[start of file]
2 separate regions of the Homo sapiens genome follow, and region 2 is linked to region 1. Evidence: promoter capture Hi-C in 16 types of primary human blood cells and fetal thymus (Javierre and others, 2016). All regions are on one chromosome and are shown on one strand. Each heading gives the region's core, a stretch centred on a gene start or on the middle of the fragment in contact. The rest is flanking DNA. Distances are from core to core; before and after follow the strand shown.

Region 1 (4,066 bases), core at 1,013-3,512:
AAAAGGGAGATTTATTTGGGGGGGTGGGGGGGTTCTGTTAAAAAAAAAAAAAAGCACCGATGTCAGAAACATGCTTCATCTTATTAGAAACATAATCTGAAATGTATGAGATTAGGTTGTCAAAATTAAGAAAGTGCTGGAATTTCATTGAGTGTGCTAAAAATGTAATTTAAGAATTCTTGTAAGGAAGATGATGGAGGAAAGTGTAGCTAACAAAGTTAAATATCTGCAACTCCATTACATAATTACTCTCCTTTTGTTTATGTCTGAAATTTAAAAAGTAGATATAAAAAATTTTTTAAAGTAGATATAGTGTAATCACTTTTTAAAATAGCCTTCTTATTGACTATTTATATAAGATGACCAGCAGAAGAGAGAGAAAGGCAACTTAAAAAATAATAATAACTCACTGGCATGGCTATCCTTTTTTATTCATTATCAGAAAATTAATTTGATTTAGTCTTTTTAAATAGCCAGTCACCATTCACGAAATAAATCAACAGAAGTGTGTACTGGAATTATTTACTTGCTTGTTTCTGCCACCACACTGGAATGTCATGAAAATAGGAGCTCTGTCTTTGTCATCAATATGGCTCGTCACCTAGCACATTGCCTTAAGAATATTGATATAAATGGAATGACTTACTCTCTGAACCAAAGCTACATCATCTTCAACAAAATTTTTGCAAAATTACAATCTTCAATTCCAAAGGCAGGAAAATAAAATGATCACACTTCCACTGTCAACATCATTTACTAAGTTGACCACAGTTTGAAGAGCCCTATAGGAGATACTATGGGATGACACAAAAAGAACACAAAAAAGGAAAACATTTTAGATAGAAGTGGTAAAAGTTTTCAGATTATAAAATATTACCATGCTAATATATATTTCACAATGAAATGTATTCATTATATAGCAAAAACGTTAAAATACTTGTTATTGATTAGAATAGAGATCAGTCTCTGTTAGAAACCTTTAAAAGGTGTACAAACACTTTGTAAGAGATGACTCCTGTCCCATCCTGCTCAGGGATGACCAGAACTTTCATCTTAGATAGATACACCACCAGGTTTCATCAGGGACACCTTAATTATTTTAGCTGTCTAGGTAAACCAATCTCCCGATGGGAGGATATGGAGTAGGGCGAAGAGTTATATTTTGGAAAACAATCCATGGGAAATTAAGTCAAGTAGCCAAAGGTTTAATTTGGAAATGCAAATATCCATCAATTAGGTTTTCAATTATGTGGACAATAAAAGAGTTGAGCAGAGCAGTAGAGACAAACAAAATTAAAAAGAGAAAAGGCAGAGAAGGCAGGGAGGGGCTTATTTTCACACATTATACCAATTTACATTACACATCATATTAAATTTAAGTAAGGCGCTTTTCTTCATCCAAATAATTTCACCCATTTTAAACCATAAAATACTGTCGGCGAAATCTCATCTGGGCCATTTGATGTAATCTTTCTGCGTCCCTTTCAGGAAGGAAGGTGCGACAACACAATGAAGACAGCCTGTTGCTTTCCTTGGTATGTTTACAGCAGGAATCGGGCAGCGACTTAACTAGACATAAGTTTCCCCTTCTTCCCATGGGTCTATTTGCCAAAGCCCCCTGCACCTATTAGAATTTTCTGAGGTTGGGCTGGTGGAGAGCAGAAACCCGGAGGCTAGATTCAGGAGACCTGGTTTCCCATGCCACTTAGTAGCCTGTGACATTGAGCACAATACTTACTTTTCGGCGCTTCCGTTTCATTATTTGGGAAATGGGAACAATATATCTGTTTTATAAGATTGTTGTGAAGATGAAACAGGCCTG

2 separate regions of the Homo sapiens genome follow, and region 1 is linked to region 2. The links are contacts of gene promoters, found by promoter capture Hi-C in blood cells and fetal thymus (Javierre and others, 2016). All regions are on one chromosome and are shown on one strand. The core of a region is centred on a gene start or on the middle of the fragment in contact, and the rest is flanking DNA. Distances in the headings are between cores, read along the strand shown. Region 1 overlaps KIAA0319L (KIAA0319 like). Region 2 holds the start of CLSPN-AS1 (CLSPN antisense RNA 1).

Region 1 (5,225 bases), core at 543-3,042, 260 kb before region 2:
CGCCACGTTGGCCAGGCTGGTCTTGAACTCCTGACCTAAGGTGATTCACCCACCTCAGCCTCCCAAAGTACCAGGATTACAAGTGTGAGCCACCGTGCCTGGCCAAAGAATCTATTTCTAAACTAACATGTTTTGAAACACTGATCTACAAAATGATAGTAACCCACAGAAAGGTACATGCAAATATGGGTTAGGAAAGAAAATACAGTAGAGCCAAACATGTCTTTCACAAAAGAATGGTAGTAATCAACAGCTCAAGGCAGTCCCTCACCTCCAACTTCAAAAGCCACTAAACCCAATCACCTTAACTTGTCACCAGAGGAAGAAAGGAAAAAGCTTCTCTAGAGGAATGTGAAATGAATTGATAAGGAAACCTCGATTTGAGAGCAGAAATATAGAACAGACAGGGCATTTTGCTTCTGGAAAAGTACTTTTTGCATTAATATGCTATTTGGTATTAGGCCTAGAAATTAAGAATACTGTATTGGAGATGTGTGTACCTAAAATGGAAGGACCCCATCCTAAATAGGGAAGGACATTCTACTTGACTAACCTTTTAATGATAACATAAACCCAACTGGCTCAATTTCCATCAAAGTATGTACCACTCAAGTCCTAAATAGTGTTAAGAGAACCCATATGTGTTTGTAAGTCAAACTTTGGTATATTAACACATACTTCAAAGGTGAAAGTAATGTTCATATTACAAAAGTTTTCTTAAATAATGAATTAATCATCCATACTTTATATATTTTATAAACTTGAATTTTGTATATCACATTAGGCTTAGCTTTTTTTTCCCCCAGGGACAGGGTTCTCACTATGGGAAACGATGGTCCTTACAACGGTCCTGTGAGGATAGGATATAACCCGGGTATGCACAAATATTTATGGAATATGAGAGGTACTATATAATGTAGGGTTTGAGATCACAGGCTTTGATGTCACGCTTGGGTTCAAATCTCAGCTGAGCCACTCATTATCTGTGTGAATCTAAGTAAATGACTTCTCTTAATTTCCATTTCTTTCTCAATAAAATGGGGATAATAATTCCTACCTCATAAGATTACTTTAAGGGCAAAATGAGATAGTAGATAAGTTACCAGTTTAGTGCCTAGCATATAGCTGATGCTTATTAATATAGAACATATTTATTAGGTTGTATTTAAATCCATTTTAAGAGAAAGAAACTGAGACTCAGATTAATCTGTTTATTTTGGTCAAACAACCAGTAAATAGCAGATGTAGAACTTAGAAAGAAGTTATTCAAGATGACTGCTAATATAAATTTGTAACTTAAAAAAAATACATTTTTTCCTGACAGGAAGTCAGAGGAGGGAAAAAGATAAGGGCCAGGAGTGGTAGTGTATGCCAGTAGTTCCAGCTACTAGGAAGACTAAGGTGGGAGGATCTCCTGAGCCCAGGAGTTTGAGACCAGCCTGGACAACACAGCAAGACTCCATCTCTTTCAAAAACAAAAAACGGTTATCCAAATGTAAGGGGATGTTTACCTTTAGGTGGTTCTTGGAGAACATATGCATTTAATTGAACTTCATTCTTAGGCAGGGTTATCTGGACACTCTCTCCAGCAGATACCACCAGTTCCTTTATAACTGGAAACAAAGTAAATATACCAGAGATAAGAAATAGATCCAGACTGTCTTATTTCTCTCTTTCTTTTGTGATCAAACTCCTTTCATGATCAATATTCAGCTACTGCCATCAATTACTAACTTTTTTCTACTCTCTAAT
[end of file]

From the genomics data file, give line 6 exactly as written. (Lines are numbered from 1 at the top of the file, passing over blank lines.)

CGCCACGTTGGCCAGGCTGGTCTTGAACTCCTGACCTAAGGTGATTCACCCACCTCAGCCTCCCAAAGTACCAGGATTACAAGTGTGAGCCACCGTGCCTGGCCAAAGAATCTATTTCTAAACTAACATGTTTTGAAACACTGATCTACAAAATGATAGTAACCCACAGAAAGGTACATGCAAATATGGGTTAGGAAAGAAAATACAGTAGAGCCAAACATGTCTTTCACAAAAGAATGGTAGTAATCAACAGCTCAAGGCAGTCCCTCACCTCCAACTTCAAAAGCCACTAAACCCAATCACCTTAACTTGTCACCAGAGGAAGAAAGGAAAAAGCTTCTCTAGAGGAATGTGAAATGAATTGATAAGGAAACCTCGATTTGAGAGCAGAAATATAGAACAGACAGGGCATTTTGCTTCTGGAAAAGTACTTTTTGCATTAATATGCTATTTGGTATTAGGCCTAGAAATTAAGAATACTGTATTGGAGATGTGTGTACCTAAAATGGAAGGACCCCATCCTAAATAGGGAAGGACATTCTACTTGACTAACCTTTTAATGATAACATAAACCCAACTGGCTCAATTTCCATCAAAGTATGTACCACTCAAGTCCTAAATAGTGTTAAGAGAACCCATATGTGTTTGTAAGTCAAACTTTGGTATATTAACACATACTTCAAAGGTGAAAGTAATGTTCATATTACAAAAGTTTTCTTAAATAATGAATTAATCATCCATACTTTATATATTTTATAAACTTGAATTTTGTATATCACATTAGGCTTAGCTTTTTTTTCCCCCAGGGACAGGGTTCTCACTATGGGAAACGATGGTCCTTACAACGGTCCTGTGAGGATAGGATATAACCCGGGTATGCACAAATATTTATGGAATATGAGAGGTACTATATAATGTAGGGTTTGAGATCACAGGCTTTGATGTCACGCTTGGGTTCAAATCTCAGCTGAGCCACTCATTATCTGTGTGAATCTAAGTAAATGACTTCTCTTAATTTCCATTTCTTTCTCAATAAAATGGGGATAATAATTCCTACCTCATAAGATTACTTTAAGGGCAAAATGAGATAGTAGATAAGTTACCAGTTTAGTGCCTAGCATATAGCTGATGCTTATTAATATAGAACATATTTATTAGGTTGTATTTAAATCCATTTTAAGAGAAAGAAACTGAGACTCAGATTAATCTGTTTATTTTGGTCAAACAACCAGTAAATAGCAGATGTAGAACTTAGAAAGAAGTTATTCAAGATGACTGCTAATATAAATTTGTAACTTAAAAAAAATACATTTTTTCCTGACAGGAAGTCAGAGGAGGGAAAAAGATAAGGGCCAGGAGTGGTAGTGTATGCCAGTAGTTCCAGCTACTAGGAAGACTAAGGTGGGAGGATCTCCTGAGCCCAGGAGTTTGAGACCAGCCTGGACAACACAGCAAGACTCCATCTCTTTCAAAAACAAAAAACGGTTATCCAAATGTAAGGGGATGTTTACCTTTAGGTGGTTCTTGGAGAACATATGCATTTAATTGAACTTCATTCTTAGGCAGGGTTATCTGGACACTCTCTCCAGCAGATACCACCAGTTCCTTTATAACTGGAAACAAAGTAAATATACCAGAGATAAGAAATAGATCCAGACTGTCTTATTTCTCTCTTTCTTTTGTGATCAAACTCCTTTCATGATCAATATTCAGCTACTGCCATCAATTACTAACTTTTTTCTACTCTCTAAT